Haney Lopez, WHITE BY LAW, further discussion and reading references on In re Rodriguez (1897)

White By Law, p. 242. Notes to Chapter 3.

35. In re Rodriguez, 81 F. 337, 349 (W.D. Tex. 1897).

36. Id. at 354. Despite the admission of Rodriguez to citizenship, Mexicans in the Southwest suffered considerable legal repression in the decades after the U.S. conquest of that region. See generally RODOLFO ACUñA, OCCUPIED AMERICA: A HISTORY OF CHICANOS (3rd. ed. 1988). The history of legal resistance to such repression is examined in George Martínez, Legal Indeterminacy, Judicial Discretion and the Mexican-American Litigation Experience: 1930-1980, 27 U.C. DAVIS L. REV. 555 (1994).

37. The Supreme Court subsequently drew into question the holding in Rodriguez. Morrison v. California, 291 U.S. 82, 95 n.5 (1933). The Court wrote: “Whether a person of [Mexican] descent may be naturalized in the United States is still an unsettled question. The subject was considered in Matter of Rodriguez, but not all that was there said is consistent with later decisions of this court.” For a commentator’s criticism of Rodriguez on the grounds that Mexicans are not “white persons,” see Gold, supra, at 499-501.

Ian F. Haney López, White By Law: The Legal Construction of Race (New York: New York University Press, 1996), 242.

In re Rodriguez and “the favorable ruling for Rodriguez even though the court did not believe him to be White” (Haney López)

In re Rodriguez. Nach Haney López, court rules RR non-white but eligible anyway (?). Rodriguez as exception in early cases, decision treaty-driven. WBL 61.

Rationalizing Race: The Early Cases

Between 1878 and 1909, courts heard twelve prerequisite cases, rejecting the applicants’ claims in eleven of them. The courts barred the naturalization of applicants from China, Japan, Burma, and Hawaii, as well as that of two mixed-race applicants. Given the virulent anti-Asian prejudice of the times, these results are not surprising. In the one case during this period in which the petitioner did prevail, In re Rodriguez, a federal court in Texas in 1897 admitted to citizenship the “pure-blooded Mexican” applicant, but remarked that “[i]f the strict scientific classification of the anthropologist should be adopted, he would probably not be classed as white.”[35] the court allowed the applicant to naturalize on the basis of a series of treatise conferring citizenship on Spaniards and Mexicans in the wake of U.S. expansion into Florida and the Southwest.[36] Rodriguez was thus admitted despite the court’s belief that he was not White.[37] As the exception, Rodriguez proves the rule. In this initial period, courts virtually always opposed claims of Whiteness.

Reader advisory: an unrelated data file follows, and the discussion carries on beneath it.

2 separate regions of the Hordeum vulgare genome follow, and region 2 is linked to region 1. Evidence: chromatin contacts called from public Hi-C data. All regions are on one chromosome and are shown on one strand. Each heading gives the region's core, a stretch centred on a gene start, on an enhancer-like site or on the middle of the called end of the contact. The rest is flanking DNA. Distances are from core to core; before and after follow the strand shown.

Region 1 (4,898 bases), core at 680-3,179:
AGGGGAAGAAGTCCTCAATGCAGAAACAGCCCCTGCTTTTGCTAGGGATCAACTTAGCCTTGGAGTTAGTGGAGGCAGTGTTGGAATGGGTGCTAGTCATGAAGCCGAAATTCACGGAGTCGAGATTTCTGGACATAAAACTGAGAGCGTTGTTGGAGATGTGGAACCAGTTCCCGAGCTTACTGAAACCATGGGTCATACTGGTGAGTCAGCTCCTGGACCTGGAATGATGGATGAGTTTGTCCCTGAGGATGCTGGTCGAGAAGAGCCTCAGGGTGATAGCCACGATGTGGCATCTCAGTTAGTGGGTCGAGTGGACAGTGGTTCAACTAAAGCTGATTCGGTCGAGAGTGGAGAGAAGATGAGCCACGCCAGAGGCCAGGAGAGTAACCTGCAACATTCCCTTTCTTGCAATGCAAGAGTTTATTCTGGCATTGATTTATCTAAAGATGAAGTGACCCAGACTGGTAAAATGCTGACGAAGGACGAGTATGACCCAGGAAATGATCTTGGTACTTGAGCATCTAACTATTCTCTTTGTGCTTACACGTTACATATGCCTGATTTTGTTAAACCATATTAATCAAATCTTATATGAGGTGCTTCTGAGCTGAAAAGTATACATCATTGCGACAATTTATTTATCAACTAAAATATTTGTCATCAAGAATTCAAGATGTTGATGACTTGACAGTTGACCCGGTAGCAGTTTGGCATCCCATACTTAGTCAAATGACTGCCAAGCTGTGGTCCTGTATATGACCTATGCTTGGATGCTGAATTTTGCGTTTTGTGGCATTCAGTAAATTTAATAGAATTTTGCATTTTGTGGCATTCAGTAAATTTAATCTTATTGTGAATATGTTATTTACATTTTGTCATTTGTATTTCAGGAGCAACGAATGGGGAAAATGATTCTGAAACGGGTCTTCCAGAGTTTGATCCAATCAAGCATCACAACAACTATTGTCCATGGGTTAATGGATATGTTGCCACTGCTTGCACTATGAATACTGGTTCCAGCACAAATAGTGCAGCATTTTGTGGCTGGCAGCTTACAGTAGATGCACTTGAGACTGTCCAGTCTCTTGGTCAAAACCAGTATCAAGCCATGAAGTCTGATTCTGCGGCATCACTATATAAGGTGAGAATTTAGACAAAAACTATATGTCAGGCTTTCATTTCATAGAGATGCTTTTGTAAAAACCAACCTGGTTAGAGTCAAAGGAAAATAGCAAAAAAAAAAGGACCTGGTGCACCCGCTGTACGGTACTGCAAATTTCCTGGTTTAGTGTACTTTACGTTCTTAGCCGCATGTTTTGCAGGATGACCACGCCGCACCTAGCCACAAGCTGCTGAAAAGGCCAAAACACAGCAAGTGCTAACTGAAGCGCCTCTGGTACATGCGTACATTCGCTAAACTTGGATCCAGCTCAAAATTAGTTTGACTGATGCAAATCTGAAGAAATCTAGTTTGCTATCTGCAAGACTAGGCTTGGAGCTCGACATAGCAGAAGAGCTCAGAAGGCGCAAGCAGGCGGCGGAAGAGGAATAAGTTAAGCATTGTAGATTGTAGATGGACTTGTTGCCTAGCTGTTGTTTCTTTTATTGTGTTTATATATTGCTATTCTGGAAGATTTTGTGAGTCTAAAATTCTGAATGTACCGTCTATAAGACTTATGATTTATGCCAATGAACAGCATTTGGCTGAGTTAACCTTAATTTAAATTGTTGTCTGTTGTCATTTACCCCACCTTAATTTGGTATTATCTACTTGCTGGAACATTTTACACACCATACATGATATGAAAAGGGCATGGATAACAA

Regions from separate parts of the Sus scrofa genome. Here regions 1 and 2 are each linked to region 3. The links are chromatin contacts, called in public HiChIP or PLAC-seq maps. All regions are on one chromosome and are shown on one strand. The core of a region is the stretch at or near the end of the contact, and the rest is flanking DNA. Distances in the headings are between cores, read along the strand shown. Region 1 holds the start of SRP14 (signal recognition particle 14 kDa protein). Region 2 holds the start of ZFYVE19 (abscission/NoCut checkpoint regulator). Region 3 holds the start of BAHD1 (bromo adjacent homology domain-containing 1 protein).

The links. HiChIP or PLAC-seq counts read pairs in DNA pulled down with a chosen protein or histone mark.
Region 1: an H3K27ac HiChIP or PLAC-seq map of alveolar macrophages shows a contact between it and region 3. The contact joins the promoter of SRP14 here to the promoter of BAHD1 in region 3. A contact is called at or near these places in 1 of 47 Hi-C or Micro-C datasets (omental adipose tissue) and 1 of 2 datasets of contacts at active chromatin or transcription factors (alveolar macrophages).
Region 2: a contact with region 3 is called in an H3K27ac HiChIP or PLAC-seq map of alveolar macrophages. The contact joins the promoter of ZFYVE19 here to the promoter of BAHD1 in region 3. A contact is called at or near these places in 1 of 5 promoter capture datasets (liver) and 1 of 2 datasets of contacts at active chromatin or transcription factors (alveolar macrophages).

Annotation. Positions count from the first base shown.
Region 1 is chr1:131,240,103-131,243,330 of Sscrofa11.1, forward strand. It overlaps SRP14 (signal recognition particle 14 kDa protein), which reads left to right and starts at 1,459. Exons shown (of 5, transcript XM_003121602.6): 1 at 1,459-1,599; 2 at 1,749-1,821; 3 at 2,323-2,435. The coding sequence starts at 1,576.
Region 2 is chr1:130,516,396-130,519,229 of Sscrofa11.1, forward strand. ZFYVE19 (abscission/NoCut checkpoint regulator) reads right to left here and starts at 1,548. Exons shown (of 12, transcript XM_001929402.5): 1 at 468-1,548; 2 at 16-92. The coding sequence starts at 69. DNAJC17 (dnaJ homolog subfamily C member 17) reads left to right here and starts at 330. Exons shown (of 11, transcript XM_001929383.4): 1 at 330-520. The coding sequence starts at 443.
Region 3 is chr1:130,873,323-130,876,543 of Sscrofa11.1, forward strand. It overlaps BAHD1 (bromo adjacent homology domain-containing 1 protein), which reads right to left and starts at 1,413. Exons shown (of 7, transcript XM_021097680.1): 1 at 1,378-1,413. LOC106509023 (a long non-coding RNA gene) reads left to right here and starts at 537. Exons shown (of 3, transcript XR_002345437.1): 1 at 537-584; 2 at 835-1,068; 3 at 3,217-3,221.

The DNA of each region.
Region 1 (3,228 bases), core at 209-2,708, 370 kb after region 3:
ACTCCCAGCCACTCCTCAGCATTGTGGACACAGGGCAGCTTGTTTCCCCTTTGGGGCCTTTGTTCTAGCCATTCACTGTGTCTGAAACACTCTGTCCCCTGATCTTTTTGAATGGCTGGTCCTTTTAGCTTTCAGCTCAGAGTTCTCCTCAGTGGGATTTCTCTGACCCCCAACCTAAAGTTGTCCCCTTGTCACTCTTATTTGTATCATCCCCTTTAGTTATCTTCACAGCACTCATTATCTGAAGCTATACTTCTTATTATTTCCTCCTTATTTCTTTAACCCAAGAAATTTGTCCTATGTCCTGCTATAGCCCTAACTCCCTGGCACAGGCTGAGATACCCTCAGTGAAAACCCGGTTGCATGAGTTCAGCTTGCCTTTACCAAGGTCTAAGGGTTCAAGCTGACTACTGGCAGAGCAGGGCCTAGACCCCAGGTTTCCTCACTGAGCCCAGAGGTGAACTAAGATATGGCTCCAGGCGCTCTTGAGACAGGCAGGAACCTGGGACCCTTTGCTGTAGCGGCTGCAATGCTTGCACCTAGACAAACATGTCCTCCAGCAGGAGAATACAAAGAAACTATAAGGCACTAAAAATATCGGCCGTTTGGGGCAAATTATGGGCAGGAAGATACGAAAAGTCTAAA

These early prerequisite cases are important, however, not in the results they reached, but because of the rationales offered by the courts in making racial assignments. The task of deciding who was White may at first glance [62] seem a simple one. However, the evidence suggests otherwise: the favorable ruling for Rodriguez even though the court did not believe him to be White; the tentativeness of the court in Ah Yup; and the naturalization of some Chinese such as Gee Hop even in the face the [sic] “white person” bar….

Ian F. Haney López, White By Law: The Legal Construction of Race (New York: New York University Press, 1996), 61ff.
  1. [35]In re Rodriguez, 81 F. 337, 349 (W.D.Tex. 1897).
  2. [36]Id. at 354. Despite the admission of Rodriguez to citizenship, Mexicans in the Southwest suffered considerable legal repression in the decades after the U.S. conquest of that region. See generally RODOLFO ACUÑA, OCCUPIED AMERICA: A HISTORY OF CHICANOS (3rd. ed. 1988). The history of legal resistance to such repression is examined in George Martínez, Legal Indeterminacy, Judicial Discretion and the Mexican-American Litigation Experience: 1930-1980, 27 U.C. DAVIS L. REV. 555 (1994).
  3. [37]The Supreme Court subsequently drew into question the holding in Rodriguez. Morrison v. California, 291 U.S. 82, 95 n.5 (1933). The Court wrote: “Whether a person of [Mexican] descent may be naturalized in the United States is still an unsettled question. The subject was considered in Matter of Rodriguez, but not all that was there said is consistent with later decisions of this court.” For a commentator’s criticism of Rodriguez on the grounds that Mexicans are not “white persons,” see Gold, supra., at 499-501.